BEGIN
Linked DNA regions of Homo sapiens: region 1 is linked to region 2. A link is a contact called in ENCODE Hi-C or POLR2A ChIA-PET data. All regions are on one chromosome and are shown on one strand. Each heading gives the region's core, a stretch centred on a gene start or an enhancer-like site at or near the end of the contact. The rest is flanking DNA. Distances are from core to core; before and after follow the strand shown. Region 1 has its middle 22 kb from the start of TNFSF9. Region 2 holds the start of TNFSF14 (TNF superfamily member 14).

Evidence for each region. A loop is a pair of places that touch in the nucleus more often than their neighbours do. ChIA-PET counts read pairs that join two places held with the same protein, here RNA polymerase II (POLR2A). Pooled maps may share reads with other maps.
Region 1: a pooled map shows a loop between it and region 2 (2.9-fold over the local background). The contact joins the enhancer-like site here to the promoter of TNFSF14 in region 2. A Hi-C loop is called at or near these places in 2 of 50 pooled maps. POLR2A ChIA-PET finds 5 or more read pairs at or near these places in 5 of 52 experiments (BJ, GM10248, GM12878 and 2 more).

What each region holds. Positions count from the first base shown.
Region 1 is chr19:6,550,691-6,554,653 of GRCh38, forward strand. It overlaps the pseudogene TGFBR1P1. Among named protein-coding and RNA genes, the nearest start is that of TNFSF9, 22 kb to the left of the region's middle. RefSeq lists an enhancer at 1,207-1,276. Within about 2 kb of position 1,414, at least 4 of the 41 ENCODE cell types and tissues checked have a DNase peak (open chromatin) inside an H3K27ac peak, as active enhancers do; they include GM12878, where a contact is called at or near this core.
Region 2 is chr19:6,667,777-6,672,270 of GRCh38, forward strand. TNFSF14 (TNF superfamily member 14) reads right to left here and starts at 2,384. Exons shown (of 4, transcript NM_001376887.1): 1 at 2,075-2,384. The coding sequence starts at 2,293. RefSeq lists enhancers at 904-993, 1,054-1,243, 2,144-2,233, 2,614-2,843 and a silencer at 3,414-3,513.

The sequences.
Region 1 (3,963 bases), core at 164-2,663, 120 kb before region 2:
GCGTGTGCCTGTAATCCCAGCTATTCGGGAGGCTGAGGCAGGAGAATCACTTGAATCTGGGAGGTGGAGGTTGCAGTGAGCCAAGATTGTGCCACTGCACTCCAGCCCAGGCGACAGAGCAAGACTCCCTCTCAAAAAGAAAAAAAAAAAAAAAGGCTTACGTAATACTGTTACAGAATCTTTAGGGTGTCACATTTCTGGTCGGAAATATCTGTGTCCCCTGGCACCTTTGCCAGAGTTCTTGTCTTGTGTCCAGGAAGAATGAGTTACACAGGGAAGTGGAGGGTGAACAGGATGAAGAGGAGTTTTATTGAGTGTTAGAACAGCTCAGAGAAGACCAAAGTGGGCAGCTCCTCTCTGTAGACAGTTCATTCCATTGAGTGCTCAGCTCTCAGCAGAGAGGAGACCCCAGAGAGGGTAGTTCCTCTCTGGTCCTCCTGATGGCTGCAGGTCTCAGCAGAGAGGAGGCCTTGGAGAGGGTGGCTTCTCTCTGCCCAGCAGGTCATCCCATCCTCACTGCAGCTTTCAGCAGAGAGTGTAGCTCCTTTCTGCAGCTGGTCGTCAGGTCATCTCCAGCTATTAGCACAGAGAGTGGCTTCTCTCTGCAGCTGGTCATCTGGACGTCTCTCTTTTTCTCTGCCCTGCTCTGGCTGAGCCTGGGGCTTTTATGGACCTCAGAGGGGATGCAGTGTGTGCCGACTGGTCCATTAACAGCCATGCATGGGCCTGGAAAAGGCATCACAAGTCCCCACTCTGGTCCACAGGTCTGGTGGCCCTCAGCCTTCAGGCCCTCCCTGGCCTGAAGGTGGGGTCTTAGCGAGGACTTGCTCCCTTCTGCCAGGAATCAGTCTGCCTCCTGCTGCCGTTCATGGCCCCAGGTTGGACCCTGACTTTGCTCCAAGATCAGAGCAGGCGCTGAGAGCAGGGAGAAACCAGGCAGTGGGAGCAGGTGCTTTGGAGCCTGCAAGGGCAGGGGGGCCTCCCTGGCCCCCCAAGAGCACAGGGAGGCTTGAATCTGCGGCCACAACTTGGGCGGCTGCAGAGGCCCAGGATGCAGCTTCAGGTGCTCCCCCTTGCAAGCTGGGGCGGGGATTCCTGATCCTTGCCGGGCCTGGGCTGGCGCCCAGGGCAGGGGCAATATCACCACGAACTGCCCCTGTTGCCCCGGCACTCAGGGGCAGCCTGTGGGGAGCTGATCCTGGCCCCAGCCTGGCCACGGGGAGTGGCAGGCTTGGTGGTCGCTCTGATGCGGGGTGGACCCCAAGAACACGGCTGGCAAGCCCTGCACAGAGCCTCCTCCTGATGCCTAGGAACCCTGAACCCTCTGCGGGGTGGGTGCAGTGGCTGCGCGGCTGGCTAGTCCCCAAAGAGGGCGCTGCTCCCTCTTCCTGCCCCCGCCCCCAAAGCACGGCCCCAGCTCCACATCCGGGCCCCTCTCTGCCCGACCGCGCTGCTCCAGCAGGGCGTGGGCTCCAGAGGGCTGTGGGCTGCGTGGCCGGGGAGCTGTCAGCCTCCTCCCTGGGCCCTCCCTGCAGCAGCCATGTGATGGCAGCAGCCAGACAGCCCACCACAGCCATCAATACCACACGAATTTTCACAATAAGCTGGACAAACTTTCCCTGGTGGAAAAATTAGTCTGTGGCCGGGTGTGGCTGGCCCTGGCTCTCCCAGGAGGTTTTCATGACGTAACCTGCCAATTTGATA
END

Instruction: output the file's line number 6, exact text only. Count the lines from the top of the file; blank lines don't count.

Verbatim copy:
Region 2 is chr19:6,667,777-6,672,270 of GRCh38, forward strand. TNFSF14 (TNF superfamily member 14) reads right to left here and starts at 2,384. Exons shown (of 4, transcript NM_001376887.1): 1 at 2,075-2,384. The coding sequence starts at 2,293. RefSeq lists enhancers at 904-993, 1,054-1,243, 2,144-2,233, 2,614-2,843 and a silencer at 3,414-3,513.